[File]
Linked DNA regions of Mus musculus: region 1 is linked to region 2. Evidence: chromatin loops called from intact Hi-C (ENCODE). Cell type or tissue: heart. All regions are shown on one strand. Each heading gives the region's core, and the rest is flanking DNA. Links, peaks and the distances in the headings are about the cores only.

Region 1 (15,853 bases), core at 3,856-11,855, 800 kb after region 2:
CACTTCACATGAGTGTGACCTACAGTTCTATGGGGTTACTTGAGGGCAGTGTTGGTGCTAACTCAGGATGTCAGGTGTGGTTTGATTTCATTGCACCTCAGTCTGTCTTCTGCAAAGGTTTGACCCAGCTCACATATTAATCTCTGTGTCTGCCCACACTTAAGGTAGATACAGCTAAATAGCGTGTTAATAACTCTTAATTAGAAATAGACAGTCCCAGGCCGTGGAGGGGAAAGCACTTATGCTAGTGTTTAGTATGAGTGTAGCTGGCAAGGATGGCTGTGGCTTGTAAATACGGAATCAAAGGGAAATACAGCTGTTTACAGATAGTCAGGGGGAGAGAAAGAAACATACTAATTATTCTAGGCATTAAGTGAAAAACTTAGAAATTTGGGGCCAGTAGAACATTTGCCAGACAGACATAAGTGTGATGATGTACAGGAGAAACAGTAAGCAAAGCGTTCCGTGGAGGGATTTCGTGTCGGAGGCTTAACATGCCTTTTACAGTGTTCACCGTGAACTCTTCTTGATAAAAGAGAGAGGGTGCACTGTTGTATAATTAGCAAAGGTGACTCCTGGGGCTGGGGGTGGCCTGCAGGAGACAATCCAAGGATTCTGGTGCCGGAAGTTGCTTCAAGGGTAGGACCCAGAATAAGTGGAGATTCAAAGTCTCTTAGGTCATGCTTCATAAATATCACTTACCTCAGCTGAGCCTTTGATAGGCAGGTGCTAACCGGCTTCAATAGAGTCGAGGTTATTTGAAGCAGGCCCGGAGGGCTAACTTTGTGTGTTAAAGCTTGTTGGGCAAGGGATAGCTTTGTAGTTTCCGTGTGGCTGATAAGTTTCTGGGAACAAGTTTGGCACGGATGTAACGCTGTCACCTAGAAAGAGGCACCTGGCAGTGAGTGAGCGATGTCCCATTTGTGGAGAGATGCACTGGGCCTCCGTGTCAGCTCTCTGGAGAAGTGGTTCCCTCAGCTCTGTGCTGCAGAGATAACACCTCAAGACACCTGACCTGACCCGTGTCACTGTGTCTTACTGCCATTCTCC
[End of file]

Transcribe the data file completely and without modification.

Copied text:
Linked DNA regions of Mus musculus: region 1 is linked to region 2. Evidence: chromatin loops called from intact Hi-C (ENCODE). Cell type or tissue: heart. All regions are shown on one strand. Each heading gives the region's core, and the rest is flanking DNA. Links, peaks and the distances in the headings are about the cores only.

Region 1 (15,853 bases), core at 3,856-11,855, 800 kb after region 2:
CACTTCACATGAGTGTGACCTACAGTTCTATGGGGTTACTTGAGGGCAGTGTTGGTGCTAACTCAGGATGTCAGGTGTGGTTTGATTTCATTGCACCTCAGTCTGTCTTCTGCAAAGGTTTGACCCAGCTCACATATTAATCTCTGTGTCTGCCCACACTTAAGGTAGATACAGCTAAATAGCGTGTTAATAACTCTTAATTAGAAATAGACAGTCCCAGGCCGTGGAGGGGAAAGCACTTATGCTAGTGTTTAGTATGAGTGTAGCTGGCAAGGATGGCTGTGGCTTGTAAATACGGAATCAAAGGGAAATACAGCTGTTTACAGATAGTCAGGGGGAGAGAAAGAAACATACTAATTATTCTAGGCATTAAGTGAAAAACTTAGAAATTTGGGGCCAGTAGAACATTTGCCAGACAGACATAAGTGTGATGATGTACAGGAGAAACAGTAAGCAAAGCGTTCCGTGGAGGGATTTCGTGTCGGAGGCTTAACATGCCTTTTACAGTGTTCACCGTGAACTCTTCTTGATAAAAGAGAGAGGGTGCACTGTTGTATAATTAGCAAAGGTGACTCCTGGGGCTGGGGGTGGCCTGCAGGAGACAATCCAAGGATTCTGGTGCCGGAAGTTGCTTCAAGGGTAGGACCCAGAATAAGTGGAGATTCAAAGTCTCTTAGGTCATGCTTCATAAATATCACTTACCTCAGCTGAGCCTTTGATAGGCAGGTGCTAACCGGCTTCAATAGAGTCGAGGTTATTTGAAGCAGGCCCGGAGGGCTAACTTTGTGTGTTAAAGCTTGTTGGGCAAGGGATAGCTTTGTAGTTTCCGTGTGGCTGATAAGTTTCTGGGAACAAGTTTGGCACGGATGTAACGCTGTCACCTAGAAAGAGGCACCTGGCAGTGAGTGAGCGATGTCCCATTTGTGGAGAGATGCACTGGGCCTCCGTGTCAGCTCTCTGGAGAAGTGGTTCCCTCAGCTCTGTGCTGCAGAGATAACACCTCAAGACACCTGACCTGACCCGTGTCACTGTGTCTTACTGCCATTCTCC